In the past few decades, web applications have become the backbone of much of the technology industry. Hosting tools like Amazon Web Services allow technology companies to build web applications on an unprecedented scale. While these tools give developers more power, it also allows people to build more and more complicated web applications that require multitudes of developers to build, deploy, monitor, and maintain.
As developer tools increase in power, the systems we’re able to build do too. However, with great power comes great...complexity, and the systems we build today are more complex than ever before. This talk is about reducing the complexity of your web infrastructure, and making it easier for developers on your team to learn, use, and manage your infrastructure.
This talk focuses on something we don't talk about much in the engineering community: infrastructure usability. Usable infrastructure is something that reduces developer errors, encourages correct behavior, and allows engineers to move quickly without having to worry about managing a complex infrastructure that requires specialized training.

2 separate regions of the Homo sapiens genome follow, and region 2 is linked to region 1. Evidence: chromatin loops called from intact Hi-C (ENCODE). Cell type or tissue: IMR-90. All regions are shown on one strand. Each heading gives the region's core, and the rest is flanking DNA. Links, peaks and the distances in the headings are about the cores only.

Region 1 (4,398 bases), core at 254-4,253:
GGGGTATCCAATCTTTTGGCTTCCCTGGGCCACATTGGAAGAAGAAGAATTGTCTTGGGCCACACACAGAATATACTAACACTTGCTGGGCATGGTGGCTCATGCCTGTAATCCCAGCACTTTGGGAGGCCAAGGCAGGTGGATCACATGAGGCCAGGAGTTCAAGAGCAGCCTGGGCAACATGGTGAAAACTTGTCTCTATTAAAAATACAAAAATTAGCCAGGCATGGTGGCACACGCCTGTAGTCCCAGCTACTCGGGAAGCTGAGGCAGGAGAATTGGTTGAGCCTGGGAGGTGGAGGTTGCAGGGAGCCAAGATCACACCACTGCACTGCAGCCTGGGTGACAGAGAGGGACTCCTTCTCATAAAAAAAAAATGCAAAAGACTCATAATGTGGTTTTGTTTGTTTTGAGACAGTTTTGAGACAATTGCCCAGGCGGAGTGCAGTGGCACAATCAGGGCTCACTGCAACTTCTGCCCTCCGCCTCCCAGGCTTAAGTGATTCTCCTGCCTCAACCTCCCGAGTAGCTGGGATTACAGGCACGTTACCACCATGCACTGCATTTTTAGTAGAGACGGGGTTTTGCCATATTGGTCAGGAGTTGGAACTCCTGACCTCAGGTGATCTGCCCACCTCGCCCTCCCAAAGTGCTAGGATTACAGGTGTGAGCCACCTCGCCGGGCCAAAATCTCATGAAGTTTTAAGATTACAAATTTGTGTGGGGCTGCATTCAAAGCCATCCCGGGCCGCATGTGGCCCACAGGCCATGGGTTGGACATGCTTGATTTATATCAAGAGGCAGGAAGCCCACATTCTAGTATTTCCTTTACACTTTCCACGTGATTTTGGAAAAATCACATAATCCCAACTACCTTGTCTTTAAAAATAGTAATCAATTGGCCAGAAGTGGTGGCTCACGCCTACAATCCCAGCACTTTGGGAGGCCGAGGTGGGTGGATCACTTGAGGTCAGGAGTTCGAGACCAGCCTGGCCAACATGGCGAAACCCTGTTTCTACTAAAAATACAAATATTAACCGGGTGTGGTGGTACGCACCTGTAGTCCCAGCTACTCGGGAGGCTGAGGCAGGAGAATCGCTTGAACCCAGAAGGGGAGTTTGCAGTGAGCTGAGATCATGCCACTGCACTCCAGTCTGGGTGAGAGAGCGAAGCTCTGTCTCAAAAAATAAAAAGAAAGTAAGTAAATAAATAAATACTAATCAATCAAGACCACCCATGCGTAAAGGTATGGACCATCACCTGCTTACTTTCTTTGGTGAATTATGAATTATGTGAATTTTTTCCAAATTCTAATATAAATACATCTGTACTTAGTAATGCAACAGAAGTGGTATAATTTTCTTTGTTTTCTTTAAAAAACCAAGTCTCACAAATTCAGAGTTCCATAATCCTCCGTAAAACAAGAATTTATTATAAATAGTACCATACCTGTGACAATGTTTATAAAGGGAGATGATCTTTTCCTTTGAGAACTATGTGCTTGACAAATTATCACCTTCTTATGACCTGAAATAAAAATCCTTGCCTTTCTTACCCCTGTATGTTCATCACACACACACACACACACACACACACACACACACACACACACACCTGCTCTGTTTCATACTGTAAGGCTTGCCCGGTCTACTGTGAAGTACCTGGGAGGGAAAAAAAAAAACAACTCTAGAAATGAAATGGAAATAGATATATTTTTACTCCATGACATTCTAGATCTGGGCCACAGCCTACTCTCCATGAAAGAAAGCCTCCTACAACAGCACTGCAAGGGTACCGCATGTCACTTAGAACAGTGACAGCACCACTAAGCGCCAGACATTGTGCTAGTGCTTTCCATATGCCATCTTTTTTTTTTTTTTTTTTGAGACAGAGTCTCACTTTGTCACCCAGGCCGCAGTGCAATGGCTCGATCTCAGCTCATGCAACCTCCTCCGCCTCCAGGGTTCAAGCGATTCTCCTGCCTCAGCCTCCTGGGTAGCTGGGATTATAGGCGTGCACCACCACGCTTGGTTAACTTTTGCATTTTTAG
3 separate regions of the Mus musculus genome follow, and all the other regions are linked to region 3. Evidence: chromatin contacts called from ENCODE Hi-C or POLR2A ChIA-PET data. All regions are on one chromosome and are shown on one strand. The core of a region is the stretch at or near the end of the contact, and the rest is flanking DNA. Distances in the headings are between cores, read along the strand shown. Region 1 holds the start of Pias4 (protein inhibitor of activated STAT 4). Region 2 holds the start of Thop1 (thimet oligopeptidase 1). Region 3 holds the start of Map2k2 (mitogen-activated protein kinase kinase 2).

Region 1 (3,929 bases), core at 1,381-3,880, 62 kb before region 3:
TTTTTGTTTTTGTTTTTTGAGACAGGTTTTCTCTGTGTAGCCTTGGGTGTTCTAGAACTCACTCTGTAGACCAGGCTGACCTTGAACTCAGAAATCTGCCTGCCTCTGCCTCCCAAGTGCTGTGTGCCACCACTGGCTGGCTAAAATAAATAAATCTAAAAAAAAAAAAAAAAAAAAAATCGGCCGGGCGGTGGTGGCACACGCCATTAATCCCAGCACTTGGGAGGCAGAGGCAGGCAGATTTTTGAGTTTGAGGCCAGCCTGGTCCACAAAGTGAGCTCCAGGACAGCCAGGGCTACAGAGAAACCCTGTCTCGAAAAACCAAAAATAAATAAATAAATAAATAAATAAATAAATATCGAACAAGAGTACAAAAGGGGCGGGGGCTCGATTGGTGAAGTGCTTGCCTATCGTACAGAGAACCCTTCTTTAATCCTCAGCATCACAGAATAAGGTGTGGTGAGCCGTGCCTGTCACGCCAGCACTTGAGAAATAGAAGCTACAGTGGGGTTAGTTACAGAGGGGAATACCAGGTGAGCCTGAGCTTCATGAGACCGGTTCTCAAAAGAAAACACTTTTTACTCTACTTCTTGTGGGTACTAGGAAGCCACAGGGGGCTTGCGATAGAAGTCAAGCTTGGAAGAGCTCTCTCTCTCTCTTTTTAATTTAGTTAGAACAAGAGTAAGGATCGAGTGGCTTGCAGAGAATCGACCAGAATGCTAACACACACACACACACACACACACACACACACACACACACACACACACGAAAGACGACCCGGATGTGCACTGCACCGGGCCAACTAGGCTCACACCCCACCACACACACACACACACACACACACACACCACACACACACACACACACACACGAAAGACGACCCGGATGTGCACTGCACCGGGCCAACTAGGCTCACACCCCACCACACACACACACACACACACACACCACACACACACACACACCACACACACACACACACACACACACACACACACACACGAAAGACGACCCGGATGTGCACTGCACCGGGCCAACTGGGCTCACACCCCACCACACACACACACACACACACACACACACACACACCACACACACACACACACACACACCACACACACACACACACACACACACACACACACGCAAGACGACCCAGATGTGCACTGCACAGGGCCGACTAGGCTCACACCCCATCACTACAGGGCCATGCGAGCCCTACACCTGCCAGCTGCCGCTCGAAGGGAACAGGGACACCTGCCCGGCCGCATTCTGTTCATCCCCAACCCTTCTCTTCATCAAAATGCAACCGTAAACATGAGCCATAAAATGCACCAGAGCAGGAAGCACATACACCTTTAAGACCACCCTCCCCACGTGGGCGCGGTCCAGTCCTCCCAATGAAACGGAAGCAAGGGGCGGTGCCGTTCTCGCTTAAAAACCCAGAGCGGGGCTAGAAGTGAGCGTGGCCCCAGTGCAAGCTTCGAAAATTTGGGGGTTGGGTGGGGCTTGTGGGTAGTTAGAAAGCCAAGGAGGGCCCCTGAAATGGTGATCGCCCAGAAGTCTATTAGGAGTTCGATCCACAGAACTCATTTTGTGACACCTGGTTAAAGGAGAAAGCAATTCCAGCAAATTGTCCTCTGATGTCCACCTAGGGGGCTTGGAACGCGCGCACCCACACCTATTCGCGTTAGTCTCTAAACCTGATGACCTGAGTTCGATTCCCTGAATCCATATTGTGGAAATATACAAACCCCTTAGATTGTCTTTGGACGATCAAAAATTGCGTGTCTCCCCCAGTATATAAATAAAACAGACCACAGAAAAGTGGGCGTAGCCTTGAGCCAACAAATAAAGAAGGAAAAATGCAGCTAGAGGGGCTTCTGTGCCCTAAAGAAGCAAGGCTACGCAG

People should leave with an understanding of three things: what is usability, why it is important for web infrastructure, and how can they go about building usable infrastructure tools that are scalable throughout larger teams.
Kate Heddleston is a software engineer from San Francisco, and loves building web applications and programming in Python. She studied computer science for a master’s degree, and communication and human-computer interaction for her undergraduate degree. Kate enjoys using open source tools to build web applications, and especially likes building portions of the product that interface with the user. When not programming, Kate is involved with organizations like Hackbright Academy, PyLadies, and Raphael House. She is currently traveling the world and working on personal projects.